Willis explains the line as expressing the kind of things people tend to get really focused on during an election year, “out of some kind of in-grained civic duty” that exposes them “to all these suggestive things like all the hope and fear that different parties and ads and crap like that can inspire.” I’ve been thinking about that line every since he told it to me, and as we near election time, it has become all the more resonant. The 32 year-old Willis, who has lived in Lawrence for the last three years, describes Sawdust and Spangles as a “kind of a dark after-hours political album.”

The title is lifted from an article on circuses published in National Geographic way back in 1931 that Willis happened to come across, and his appropriation of the phrase speaks to absurd sideshow of America politics.

“I thought ‘sawdust and spangles’ really sums up a political album, because no matter how far we’ve made changes [or] advances, in the end there’s still sawdust on the ground to hide the fact that we’re waking on uneasy ground that may or may not be sh*t and spangles to distract and attract us in to the show.”

While Willis emphasizes the “after-hours, political vibe” of the album, he did not set out to make a strictly political work. That killer first line, from the song “Uniform,” was something he had written during the last election. He had a few holdover songs that didn’t fit on his previous albums and thought that recording an EP of these remainders might make it easier to work with his new backing band, Erratic Cowboy. But as he says, “we recorded all that…and it just kind of evolved.”

With Matt Otting, of Leavenworth, on drums and Eric Binkley, of Shawnee, on bass, Erratic Cowboy, takes its name after a lyric from one of Willis’ songs. “I already had [the phrase] printed on T-shirts and stuff and so when these guys were ‘well can we have a name?’ I said how about ‘erratic cowboy?’ ‘Oh that sounds pretty f**king cool. Let’s go with that.’”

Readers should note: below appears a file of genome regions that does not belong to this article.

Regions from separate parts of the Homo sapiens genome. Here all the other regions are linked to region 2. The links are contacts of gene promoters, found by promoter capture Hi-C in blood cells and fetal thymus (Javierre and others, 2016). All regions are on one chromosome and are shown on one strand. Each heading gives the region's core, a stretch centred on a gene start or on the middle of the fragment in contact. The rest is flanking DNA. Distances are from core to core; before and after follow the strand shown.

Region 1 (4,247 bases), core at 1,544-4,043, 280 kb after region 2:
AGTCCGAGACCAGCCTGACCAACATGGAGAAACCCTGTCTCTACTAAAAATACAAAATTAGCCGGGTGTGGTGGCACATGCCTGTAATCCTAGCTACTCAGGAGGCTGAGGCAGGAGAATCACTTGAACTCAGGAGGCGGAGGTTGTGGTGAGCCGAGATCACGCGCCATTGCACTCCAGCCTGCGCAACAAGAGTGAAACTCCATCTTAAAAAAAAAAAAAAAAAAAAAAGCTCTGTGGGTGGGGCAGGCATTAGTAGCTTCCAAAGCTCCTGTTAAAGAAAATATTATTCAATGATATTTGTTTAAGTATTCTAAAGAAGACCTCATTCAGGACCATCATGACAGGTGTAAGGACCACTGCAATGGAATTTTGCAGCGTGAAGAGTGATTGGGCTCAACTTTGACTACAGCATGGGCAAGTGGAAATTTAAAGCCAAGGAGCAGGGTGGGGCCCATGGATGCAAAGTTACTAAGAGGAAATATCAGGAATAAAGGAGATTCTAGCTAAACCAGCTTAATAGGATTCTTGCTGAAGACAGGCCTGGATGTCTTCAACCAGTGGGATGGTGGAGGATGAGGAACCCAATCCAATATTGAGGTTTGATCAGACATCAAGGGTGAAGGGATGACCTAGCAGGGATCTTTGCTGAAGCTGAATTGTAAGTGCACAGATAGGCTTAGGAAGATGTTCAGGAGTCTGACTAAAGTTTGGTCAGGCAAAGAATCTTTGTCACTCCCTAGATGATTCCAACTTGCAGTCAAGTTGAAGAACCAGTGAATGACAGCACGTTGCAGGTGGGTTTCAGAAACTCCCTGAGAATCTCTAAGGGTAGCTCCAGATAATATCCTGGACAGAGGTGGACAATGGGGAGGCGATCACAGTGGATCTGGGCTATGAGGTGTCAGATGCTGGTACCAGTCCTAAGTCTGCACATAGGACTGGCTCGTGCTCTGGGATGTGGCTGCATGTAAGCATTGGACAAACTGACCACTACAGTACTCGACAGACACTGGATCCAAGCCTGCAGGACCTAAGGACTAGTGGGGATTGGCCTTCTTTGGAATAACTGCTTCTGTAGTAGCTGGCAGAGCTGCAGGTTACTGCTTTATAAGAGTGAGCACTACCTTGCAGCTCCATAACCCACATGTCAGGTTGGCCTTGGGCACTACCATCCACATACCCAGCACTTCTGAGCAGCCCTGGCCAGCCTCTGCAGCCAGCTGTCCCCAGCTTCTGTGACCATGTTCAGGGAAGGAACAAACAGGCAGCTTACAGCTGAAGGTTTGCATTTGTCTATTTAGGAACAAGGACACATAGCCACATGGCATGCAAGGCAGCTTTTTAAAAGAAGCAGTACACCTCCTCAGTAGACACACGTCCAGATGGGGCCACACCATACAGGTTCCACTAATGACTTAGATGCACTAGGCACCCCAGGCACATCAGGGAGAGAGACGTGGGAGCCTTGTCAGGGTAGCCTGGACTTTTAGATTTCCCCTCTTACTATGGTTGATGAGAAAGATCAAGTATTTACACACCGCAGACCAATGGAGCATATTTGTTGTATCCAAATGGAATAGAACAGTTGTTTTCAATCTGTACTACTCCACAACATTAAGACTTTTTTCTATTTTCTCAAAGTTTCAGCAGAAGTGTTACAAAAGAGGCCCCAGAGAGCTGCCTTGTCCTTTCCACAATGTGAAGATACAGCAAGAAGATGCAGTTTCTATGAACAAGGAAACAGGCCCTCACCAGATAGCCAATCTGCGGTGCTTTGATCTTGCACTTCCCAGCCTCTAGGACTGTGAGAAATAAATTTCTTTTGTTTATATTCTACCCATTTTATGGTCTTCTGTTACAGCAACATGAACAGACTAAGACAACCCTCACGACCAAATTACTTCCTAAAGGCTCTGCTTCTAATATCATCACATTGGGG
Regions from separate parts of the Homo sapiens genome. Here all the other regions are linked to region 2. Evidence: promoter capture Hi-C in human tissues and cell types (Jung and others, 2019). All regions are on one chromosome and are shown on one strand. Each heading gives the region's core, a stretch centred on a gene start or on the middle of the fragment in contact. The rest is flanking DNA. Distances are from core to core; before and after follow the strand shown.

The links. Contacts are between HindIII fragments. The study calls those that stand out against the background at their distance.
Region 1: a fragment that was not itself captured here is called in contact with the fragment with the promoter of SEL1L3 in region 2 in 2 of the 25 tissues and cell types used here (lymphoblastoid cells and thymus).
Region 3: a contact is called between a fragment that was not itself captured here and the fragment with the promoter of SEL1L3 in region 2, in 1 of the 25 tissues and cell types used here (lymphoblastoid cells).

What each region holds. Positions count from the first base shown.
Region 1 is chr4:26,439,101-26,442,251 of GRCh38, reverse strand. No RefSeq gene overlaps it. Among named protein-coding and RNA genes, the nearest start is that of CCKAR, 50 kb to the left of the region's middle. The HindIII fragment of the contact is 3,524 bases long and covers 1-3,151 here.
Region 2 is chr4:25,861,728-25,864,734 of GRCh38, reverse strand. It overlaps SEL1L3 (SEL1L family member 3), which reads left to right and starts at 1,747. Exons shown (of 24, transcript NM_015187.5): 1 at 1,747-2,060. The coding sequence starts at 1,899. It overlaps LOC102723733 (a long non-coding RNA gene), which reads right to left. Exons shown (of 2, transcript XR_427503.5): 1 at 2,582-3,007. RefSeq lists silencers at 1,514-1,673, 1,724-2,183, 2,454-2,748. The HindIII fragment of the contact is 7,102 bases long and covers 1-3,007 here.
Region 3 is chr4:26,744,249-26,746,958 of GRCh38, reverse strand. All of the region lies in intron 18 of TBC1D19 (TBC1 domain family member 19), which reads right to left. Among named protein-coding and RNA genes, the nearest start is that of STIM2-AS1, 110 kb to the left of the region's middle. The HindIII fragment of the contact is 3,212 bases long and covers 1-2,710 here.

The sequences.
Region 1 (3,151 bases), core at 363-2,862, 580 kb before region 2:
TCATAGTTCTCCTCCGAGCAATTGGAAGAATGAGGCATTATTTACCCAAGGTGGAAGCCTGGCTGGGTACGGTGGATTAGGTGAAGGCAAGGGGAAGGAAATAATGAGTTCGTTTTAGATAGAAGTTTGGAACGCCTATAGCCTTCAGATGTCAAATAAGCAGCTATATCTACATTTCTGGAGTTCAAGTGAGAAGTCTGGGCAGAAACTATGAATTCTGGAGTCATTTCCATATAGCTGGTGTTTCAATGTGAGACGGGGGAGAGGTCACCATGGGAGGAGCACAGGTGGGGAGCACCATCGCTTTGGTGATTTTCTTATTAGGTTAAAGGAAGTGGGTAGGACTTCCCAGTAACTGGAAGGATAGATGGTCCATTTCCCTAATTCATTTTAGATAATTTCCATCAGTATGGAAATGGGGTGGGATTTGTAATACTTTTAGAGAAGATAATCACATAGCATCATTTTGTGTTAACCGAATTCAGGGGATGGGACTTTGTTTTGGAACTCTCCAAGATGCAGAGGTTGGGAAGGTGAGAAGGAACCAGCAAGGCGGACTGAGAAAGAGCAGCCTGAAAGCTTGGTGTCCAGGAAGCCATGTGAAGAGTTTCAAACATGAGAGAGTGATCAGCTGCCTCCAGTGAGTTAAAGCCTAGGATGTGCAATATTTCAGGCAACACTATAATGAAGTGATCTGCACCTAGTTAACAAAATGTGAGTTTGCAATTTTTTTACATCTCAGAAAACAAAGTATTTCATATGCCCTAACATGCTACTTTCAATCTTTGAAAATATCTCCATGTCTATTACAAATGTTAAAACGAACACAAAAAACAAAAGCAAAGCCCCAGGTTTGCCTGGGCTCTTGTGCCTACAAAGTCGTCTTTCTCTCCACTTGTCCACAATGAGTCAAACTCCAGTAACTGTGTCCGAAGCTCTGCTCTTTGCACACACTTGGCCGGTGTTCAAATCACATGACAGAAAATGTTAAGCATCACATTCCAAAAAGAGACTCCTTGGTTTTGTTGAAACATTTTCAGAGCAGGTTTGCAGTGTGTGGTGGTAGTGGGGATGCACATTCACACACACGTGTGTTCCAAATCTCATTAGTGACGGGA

In their six months together, the trio has certainly settled into a groove, and it’s more or less a happy accident that album’s content is timely. That is not to say that The Land of Sawdust and Spangles hits you over the head with its political characteristics; the album is more balanced and less obvious than what the adjective “political” connotes when applied to a creative work. Willis explains “it’s more of an introspective political thing…there’s some songs that might even be confused with relationship songs.”

Politics aside, it is clear, at least from the portions of Sawdust and Spangles Willis played for me, that the band really has something together. The album combines the best of Willis’ influences into one loose, funky package. Springsteen, Velvet Underground, Dylan and Dean Wareham, can all be heard throughout and Willis’ wide range of vocal styles is a stark contrast to his genial conversation voice.

And amazingly, for an album that was recorded in Willis’ living room, Sawdust and Spangles sounds full-fledged and dynamic, with psychedelic and noisy flourishes that give it a compelling and huge-sounding atmosphere, while retaining the intimacy of three dudes drinking and making music. Willis says that a lot of work went into the album and that this is the first record in a while that he’s completely engineered himself.

“The danger with that is a lot of times that leaves you open to people saying ‘oh yeah well I can tell it’s a home-done job.” Aside from certain (great) details like Willis’ wife Stephanie laughing at the end of one track or a small THUNK on another where the couple’s cat knocked down a mic stand—you would never have sense that this was a “home job,” and these details only enhance the record’s loose after-hours vibe. (written by Chance Dibben, and taken from http://www.lawrence.com/weblogs/loud-and-local/tags/til-willis/)

Cartoon Shadows - single

Cartoon Shadows b/w Dangerously Sweet is a fun yet dark little bit of music ripe with mystery. Don't be fooled by the titles... these songs are velvet covered bricks ready to leave a mark.